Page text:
Jones: ‘Who was responsible?’

Published 10:10 pm Thursday, May 29, 2014

There are flaws in Virginia’s approach to public-private partnerships, and further legislation will be needed to fix the problems.

Those are among the conclusions Delegate Chris Jones (R-Suffolk) has reached even before the final scrutiny of what went wrong in the push for a new toll road between Suffolk and Petersburg.

Transportation Secretary Aubrey Layne froze contract spending on the $1.4-billion new Route 460 in March, with the U.S. Army Corps of Engineers steadfastly refusing to issue a permit for the preferred design alternative’s significant impact on wetlands.

Newsletter

Email newsletter signup

But $300 million in public funds already had been spent, as former Gov. Bob McDonnell had pushed the project despite environmental concerns, calling it a strategically important transportation asset.

“This is something that should have never happened,” Jones, chairman of the House Appropriations Committee, said recently.

“It’s very concerning, not only to me but to my colleagues. I don’t know who was looking after the taxpayer in this process. That’s going to be part of my focus: to figure out, at the end of the day, who was ultimately responsible for this, and how we ended up where we are.”

Payments to the state’s private project partner, 460 Mobility Partners, are frozen while a supplemental study of environmental impacts required by the Corps is completed. But the project costs continue.

Virginia Department of Transportation spokeswoman Tamara Rollison said six firms have together billed VDOT a little more than $1 million from December and through March for their help with the environmental study.

Work included “preparing documentation, including field and research work, to study the environmental impacts” of the project’s five proposed alternatives, Rollison wrote in an email. Canceling the project is a sixth option.

But even as that review is in process, Gov. Terry McAuliffe announced last week that he also intends to reform the public-private partnership process to avoid similar situations in the future.

The Commonwealth Transportation Board passed a resolution to “increase transparency and competition and to better evaluate the public’s risk” for future Public Private Transportation Act Projects.

“Protecting every dollar that Virginia taxpayers send to Richmond is Job One for my administration,” McAuliffe stated in a press release. He has asked Layne “to work with the CTB to evaluate the state’s approach to public-private partnerships to ensure that we are giving Virginians the maximum return on their investment in those projects.”

Jones criticized McAuliffe’s predecessor for pushing through the 460’s public-private deal without General Assembly approval. “We have checks and balances for a reason,” he said.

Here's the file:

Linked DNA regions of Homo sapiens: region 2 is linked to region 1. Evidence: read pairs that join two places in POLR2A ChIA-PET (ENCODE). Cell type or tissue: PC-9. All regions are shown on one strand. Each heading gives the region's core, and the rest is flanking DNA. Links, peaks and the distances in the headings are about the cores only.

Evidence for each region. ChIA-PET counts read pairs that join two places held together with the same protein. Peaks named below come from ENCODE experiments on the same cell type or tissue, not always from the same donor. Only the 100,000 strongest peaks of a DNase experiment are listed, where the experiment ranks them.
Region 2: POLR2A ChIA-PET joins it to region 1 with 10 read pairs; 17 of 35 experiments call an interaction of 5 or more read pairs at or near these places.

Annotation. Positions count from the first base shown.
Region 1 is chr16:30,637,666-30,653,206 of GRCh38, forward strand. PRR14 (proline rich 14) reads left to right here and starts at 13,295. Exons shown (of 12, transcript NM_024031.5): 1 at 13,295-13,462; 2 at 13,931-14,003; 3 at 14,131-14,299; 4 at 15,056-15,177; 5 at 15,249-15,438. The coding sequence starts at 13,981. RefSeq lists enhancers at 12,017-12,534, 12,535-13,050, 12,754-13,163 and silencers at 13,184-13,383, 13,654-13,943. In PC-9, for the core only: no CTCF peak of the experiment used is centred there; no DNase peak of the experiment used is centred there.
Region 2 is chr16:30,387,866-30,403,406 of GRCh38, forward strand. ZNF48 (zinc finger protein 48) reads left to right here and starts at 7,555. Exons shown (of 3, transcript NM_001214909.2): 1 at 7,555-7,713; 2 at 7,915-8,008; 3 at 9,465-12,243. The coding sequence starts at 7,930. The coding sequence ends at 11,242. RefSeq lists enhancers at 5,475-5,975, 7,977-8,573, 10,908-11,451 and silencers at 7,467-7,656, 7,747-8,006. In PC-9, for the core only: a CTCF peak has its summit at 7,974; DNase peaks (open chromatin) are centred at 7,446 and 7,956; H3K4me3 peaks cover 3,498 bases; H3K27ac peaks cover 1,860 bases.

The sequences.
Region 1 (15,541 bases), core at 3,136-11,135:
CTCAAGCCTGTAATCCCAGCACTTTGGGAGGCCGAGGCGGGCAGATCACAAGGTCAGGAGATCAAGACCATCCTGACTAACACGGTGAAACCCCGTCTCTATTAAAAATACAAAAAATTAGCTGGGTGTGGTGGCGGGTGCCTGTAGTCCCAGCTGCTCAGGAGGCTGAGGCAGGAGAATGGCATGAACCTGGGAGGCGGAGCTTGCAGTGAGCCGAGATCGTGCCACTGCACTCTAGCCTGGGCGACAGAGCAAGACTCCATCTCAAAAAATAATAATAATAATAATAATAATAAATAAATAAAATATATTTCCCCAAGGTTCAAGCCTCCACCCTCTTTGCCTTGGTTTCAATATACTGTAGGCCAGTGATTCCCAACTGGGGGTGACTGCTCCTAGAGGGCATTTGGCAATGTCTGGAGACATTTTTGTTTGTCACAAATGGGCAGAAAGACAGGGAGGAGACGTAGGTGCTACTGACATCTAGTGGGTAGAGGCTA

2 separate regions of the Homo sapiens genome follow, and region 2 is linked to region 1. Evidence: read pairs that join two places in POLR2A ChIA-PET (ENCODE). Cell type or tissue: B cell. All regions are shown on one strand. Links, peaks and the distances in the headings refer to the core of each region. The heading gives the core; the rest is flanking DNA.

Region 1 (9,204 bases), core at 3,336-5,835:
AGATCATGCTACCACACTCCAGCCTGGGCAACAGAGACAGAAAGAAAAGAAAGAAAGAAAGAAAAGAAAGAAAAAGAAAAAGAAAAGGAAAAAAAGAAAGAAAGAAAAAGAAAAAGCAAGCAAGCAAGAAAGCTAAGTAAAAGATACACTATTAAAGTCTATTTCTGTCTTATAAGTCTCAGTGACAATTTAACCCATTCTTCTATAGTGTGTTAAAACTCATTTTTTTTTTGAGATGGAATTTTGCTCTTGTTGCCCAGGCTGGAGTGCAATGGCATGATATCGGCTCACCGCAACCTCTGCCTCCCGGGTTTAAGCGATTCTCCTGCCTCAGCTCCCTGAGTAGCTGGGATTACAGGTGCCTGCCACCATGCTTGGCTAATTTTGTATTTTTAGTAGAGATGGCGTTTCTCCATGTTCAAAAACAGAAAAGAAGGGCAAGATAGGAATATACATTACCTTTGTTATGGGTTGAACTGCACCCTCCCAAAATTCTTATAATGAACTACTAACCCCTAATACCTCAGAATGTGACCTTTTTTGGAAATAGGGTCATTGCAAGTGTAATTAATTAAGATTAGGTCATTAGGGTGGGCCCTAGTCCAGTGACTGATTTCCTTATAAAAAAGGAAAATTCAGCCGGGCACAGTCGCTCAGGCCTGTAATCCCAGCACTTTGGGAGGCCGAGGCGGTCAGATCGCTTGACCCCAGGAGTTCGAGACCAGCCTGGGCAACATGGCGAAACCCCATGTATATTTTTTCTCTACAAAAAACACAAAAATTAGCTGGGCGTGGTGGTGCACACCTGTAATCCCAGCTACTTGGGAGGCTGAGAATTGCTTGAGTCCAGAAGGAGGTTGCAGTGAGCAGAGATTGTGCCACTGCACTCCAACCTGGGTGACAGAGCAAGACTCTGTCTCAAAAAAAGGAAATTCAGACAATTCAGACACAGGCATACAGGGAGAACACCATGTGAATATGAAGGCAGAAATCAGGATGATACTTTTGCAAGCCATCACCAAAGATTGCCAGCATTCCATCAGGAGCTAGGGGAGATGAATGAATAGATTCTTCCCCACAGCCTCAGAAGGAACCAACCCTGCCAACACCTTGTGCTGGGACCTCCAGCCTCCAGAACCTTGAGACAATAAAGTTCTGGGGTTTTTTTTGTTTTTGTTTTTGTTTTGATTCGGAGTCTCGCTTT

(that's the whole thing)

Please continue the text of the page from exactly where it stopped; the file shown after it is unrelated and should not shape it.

If the project is canceled, Virginia taxpayers could be out of pocket $400 to $500 million all told, Layne last month told a hearing of the committee Jones chairs.

Layne and department Commissioner Charles Kilpatrick gave a chronology of the troubled project, starting with the legislature in early 2003 authorizing VDOT to solicit PPTA proposals.

Procurement was postponed in October 2009 after the private sector deemed the project financially unfeasible without a large public subsidy.

Procurement was terminated seven months later, but the project remained a high priority for McDonnell, whose administration pushed ahead with a new procurement structure that emphasized tolls on the new road.

In 2011, a bond sale was arranged after an independent review found the project would need significant public funding, and after the private sector indicated yet more public funding was required, the Virginia Port Authority — shortly after McDonnell cleared out its board — committed $250 million.

Even after the Corps expressed concern regarding the environmental impact of the project, VDOT was directed to “consider all options to advance the project.”

The contract with Mobility Partners, committing $904 million in highway funding, was signed in December 2012, weeks before the legislative session convened.

Jones said that the project should have been re-bid after no private support emerged, adding that individuals need to be held accountable.

“The bottom line is, throughout the whole process, there should have been much better judgment used in how they went about the job of building this road,” he said.

Jones plans to “sit back down again with the secretary and the commissioner to get answers to every unanswered question,” to “further refine the PPTA process.”

“This was never the intent of the legislation,” he added.